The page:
Genetic studies of several abnormal leaf shapes of the cultivated peanut (Arachis hypogaea L.) have been reported (Hammons, 1973; Wynne and Coffelt, 1982; Murthy and Reddy, 1993). Some of the more aberrant leaf shapes included Krinkle-leaf (Hammons, 1964), Cup, Flop, Ilex, Hedera, and Corduroy-leaves (Loesch and Hammons, 1968), Narrow-leaves (Gopani and Vaishnani, 1970), Flop-leaf (Branch and Hammons, 1981), and Curley-leaf (Branch, 1987).
In 1996, three plants with puckered leaves were found in the spanish-type cultivar ‘Tamspan 90’ (Smith et al., 1991). These plants appeared to exhibit typical leaf puckering symptoms of tobacco thrips (Frankiniella fusca Hinds) injury even following systemic insecticide application at planting. Puckered leaves have a partially wrinkled appearance with some chlorosis along leaf margins. The puckering seems more pronounced on the younger leaves as compared to the old leaves and becomes quite apparent within the first 3–4 weeks after emergence. Individual plants were selected for further testing as Tamspan 90-normal and Tamspan 90-puckered, respectively. Progeny rows from each selection have bred true-to-type for the past seven years.
Subsequent thrips counts from Tamspan 90-puckered and Tamspan 90-normal actually revealed more thrips larvae (53 vs 23) in the leaf terminals of the Tamspan 90-normal as compared to Tamspan 90-puckered (JW Todd, unpublished data). Additional tests conducted to evaluate a possible preplant herbicide × systemic insecticide interaction at varying rates of each pesticide likewise showed no significant effect between either selection (WC Johnson III, unpublished data). The distinct plant type of Tamspan 90-puckered appeared to be under genetic control. The objective of this study was thus to determine the inheritance of the puckered-leaf shape found in Tamspan 90.
Materials and Methods
Reciprocal crosses were made in the greenhouse between the puckered-leaf Tamspan 90 selection and the normal leaf Tamspan 90 selection. Both of these selections would be classified as A. hypogaea subsp. fastigiata var. vulgaris. Reciprocal crosses were also made between the puckered-leaf Tamspan 90 selection and the normal leaf ‘Georgia Browne’ cultivar that belongs to A. hypogaea subsp. hypogaea var. hypogaea (Branch, 1994). Such crossings between and within subspecies should provide for a wider range of genetic diversity and recombination.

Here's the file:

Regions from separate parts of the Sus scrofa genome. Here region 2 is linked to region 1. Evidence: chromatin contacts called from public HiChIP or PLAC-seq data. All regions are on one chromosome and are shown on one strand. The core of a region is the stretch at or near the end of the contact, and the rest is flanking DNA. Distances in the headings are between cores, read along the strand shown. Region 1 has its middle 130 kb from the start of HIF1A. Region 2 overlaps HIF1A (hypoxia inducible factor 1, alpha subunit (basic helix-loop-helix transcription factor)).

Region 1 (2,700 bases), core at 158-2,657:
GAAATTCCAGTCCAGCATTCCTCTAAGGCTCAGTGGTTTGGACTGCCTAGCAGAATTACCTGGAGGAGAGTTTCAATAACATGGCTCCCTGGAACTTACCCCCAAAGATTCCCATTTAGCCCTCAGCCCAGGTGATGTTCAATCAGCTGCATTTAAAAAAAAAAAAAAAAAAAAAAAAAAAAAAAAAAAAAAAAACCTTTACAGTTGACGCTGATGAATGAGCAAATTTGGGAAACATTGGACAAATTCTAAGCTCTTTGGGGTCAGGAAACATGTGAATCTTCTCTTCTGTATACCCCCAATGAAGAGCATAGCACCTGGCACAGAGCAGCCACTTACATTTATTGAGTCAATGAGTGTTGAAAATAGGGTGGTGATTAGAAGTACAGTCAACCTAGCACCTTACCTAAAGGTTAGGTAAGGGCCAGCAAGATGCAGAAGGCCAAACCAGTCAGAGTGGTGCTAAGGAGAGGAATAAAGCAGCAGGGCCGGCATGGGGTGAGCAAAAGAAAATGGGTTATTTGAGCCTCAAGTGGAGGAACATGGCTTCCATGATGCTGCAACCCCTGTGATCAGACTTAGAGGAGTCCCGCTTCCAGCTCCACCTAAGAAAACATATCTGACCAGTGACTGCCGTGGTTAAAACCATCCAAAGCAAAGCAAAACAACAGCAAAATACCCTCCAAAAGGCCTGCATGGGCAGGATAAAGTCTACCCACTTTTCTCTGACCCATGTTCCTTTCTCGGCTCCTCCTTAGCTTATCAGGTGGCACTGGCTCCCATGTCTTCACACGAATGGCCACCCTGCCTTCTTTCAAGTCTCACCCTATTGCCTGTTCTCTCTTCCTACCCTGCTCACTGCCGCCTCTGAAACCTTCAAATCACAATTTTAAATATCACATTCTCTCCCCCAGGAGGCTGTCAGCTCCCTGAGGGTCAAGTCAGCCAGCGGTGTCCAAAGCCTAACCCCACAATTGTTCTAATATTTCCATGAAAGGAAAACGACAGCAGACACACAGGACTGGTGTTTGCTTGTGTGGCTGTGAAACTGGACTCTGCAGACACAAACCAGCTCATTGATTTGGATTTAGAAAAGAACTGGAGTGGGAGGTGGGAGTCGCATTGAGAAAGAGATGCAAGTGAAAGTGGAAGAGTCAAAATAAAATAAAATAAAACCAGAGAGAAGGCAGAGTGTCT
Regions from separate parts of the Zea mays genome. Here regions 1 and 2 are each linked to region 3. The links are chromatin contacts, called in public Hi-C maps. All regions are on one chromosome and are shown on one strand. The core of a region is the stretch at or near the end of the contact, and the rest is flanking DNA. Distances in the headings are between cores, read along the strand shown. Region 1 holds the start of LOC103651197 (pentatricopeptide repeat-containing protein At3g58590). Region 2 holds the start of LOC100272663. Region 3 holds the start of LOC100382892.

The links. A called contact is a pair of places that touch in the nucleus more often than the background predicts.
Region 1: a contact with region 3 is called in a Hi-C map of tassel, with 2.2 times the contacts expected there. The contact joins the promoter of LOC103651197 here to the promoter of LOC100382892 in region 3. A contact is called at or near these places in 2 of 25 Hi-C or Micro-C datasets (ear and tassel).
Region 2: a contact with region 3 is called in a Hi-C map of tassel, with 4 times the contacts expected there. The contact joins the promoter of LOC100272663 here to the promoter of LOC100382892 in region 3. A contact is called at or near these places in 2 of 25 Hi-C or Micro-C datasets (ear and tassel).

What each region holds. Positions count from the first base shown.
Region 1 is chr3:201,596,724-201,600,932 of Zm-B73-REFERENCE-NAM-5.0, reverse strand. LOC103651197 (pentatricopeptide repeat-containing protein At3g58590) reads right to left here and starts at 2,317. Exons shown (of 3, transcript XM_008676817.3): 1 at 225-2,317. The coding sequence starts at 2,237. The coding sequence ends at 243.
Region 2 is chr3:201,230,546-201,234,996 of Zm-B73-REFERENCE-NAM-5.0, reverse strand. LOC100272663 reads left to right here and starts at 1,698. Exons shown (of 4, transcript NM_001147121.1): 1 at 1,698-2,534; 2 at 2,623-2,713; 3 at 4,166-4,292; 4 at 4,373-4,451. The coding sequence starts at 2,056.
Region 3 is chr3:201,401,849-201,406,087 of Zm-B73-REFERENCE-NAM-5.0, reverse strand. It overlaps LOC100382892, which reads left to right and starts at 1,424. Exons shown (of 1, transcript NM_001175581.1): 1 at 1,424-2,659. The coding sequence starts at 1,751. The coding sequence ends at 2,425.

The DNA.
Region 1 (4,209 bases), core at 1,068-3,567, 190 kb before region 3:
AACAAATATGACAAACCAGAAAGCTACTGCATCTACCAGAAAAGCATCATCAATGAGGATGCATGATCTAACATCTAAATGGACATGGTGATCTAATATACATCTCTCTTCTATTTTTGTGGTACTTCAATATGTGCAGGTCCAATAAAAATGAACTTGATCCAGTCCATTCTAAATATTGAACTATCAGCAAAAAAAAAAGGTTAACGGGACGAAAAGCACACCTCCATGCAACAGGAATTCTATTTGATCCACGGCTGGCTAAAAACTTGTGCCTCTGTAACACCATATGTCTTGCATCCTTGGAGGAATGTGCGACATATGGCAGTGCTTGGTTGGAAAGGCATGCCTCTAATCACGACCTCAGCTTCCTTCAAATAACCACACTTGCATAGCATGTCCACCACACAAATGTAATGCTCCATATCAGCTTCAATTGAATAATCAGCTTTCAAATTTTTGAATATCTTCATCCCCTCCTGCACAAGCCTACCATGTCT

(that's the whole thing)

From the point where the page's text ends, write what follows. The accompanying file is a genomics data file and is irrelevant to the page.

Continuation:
Another puckered-leaf mutant genetic stock ICGL 6 (PI 561916) from ICRISAT was obtained and grown in the greenhouse. Plants of both Tamspan 90-puckered and PI 561916 had very similar phenotypes. Cross combinations for allelism tests were made between the puckered-leaf Tamspan 90 selection and the puckered-leaf mutant genetic stock ICGL 6 (PI 561916).
During 1998, 1999, and 2000, the F1, F2, and F3 generations were respectively field grown in space-planted nurseries at the agronomy research farm near the University of Georgia, Coastal Plain Experiment Station, Tifton, GA. Data from visual classification of normal leaf and puckered-leaf among segregating individual plants and progeny rows were analyzed by the CHISQA program (Hanna et al., 1978).
Results and Discussion
The F1 leaf shape was normal for all crosses involving normal leaf × puckered-leaf combinations suggesting that the puckered-leaf trait was recessive. No maternal or cytoplasmic effects were detected among reciprocal crosses.
The F1 leaf shape was puckered from the cross between the puckered-leaf Tamspan 90 selection × puckered-leaf mutant ICGL 6. This finding suggests no allelic difference between these two independently found genotypes for the puckered-leaf shape.
The F2 segregation showed a good fit to a 13 normal leaf: 3 puckered-leaf genetic ratio (Table 1). Total, pooled, and homogeneity chi-square values were all found acceptable at P≥ 0.05. These data suggest two genes control the inheritance of the puckered-leaf shape trait with epistatic interaction. The presence of one homozygous recessive gene with the presence of one homozygous or heterozygous dominant gene is needed for the puckered-leaf shape.
The segregation of F3 progenies from F2 normal leaf plants did not deviate significantly from an expected two gene model of 7 none segregating:6 segregating ratio (Table 2). The segregation of F3 progenies from F2 puckered-leaf plants only fit an expected two gene model of 1 non- segregating:2 segregating ratio. Thus, the F3 findings supported the 13:3 digenic epistatic model found in the F2 generation.
These results agree and independently confirm the previous report involving different genetic lineages for the inheritance of the puckered-leaf shape trait found in the cultivated peanut (Dwivedi and Nigam, 1989). The genotype of this trait had been previously proposed as nl1 nl1 Nl2 Nl2 . (Nigam et al., 1993). However, since the gene symbol nl was first used for narrow leaves (Matlock et al., 1970) and to avoid further confusion in the literature, the gene symbol puc1 Puc2 is being proposed to distinguish puckered-leaf from narrow leaf.
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- Contribution from the University of Georgia, College of Agricultural and Environmental Sciences. [^]
- 2 Prof., University of Georgia, Dept. of Crop & Soil Sciences, Coastal Plain Experiment Station, Res. Agron. USDA-ARS, and Prof. University of Georgia, Dept. of Entomology, Coastal Plain Experiment Station, respectively, Tifton, GA 31793-0748 [^] *Corresponding author (email: firstname.lastname@example.org).